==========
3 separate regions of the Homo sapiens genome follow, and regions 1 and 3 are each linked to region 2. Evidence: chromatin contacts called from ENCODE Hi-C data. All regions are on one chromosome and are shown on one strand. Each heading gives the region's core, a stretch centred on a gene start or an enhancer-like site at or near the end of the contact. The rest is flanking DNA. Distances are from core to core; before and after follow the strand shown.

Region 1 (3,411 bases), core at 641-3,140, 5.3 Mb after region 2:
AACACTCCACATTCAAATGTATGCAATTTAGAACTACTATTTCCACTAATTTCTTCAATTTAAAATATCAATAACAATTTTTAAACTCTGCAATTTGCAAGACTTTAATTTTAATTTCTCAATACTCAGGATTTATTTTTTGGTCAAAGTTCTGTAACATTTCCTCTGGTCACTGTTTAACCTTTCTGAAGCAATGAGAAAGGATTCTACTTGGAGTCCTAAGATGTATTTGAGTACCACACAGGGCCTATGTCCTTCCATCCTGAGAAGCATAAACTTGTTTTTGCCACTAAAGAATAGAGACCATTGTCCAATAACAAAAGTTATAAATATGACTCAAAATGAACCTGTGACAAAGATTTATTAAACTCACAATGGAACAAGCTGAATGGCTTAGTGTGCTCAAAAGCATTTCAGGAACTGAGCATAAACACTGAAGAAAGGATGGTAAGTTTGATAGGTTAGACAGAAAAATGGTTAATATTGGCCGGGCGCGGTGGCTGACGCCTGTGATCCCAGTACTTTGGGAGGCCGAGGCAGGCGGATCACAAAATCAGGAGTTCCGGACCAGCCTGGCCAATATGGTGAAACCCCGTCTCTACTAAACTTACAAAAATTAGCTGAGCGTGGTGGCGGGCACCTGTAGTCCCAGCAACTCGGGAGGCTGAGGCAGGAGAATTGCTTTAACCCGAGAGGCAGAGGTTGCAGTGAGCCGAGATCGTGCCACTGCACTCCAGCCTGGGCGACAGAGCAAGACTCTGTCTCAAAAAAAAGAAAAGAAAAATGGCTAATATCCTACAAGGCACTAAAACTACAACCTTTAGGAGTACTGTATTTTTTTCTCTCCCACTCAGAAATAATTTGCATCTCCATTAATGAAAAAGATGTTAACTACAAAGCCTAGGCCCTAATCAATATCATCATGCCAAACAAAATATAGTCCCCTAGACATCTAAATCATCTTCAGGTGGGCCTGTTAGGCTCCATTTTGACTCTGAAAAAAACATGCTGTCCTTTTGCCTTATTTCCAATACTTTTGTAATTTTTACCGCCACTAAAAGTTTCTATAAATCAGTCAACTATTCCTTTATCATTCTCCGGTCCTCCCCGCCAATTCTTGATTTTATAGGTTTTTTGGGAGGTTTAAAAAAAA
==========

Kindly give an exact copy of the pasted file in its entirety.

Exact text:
3 separate regions of the Homo sapiens genome follow, and regions 1 and 3 are each linked to region 2. Evidence: chromatin contacts called from ENCODE Hi-C data. All regions are on one chromosome and are shown on one strand. Each heading gives the region's core, a stretch centred on a gene start or an enhancer-like site at or near the end of the contact. The rest is flanking DNA. Distances are from core to core; before and after follow the strand shown.

Region 1 (3,411 bases), core at 641-3,140, 5.3 Mb after region 2:
AACACTCCACATTCAAATGTATGCAATTTAGAACTACTATTTCCACTAATTTCTTCAATTTAAAATATCAATAACAATTTTTAAACTCTGCAATTTGCAAGACTTTAATTTTAATTTCTCAATACTCAGGATTTATTTTTTGGTCAAAGTTCTGTAACATTTCCTCTGGTCACTGTTTAACCTTTCTGAAGCAATGAGAAAGGATTCTACTTGGAGTCCTAAGATGTATTTGAGTACCACACAGGGCCTATGTCCTTCCATCCTGAGAAGCATAAACTTGTTTTTGCCACTAAAGAATAGAGACCATTGTCCAATAACAAAAGTTATAAATATGACTCAAAATGAACCTGTGACAAAGATTTATTAAACTCACAATGGAACAAGCTGAATGGCTTAGTGTGCTCAAAAGCATTTCAGGAACTGAGCATAAACACTGAAGAAAGGATGGTAAGTTTGATAGGTTAGACAGAAAAATGGTTAATATTGGCCGGGCGCGGTGGCTGACGCCTGTGATCCCAGTACTTTGGGAGGCCGAGGCAGGCGGATCACAAAATCAGGAGTTCCGGACCAGCCTGGCCAATATGGTGAAACCCCGTCTCTACTAAACTTACAAAAATTAGCTGAGCGTGGTGGCGGGCACCTGTAGTCCCAGCAACTCGGGAGGCTGAGGCAGGAGAATTGCTTTAACCCGAGAGGCAGAGGTTGCAGTGAGCCGAGATCGTGCCACTGCACTCCAGCCTGGGCGACAGAGCAAGACTCTGTCTCAAAAAAAAGAAAAGAAAAATGGCTAATATCCTACAAGGCACTAAAACTACAACCTTTAGGAGTACTGTATTTTTTTCTCTCCCACTCAGAAATAATTTGCATCTCCATTAATGAAAAAGATGTTAACTACAAAGCCTAGGCCCTAATCAATATCATCATGCCAAACAAAATATAGTCCCCTAGACATCTAAATCATCTTCAGGTGGGCCTGTTAGGCTCCATTTTGACTCTGAAAAAAACATGCTGTCCTTTTGCCTTATTTCCAATACTTTTGTAATTTTTACCGCCACTAAAAGTTTCTATAAATCAGTCAACTATTCCTTTATCATTCTCCGGTCCTCCCCGCCAATTCTTGATTTTATAGGTTTTTTGGGAGGTTTAAAAAAAA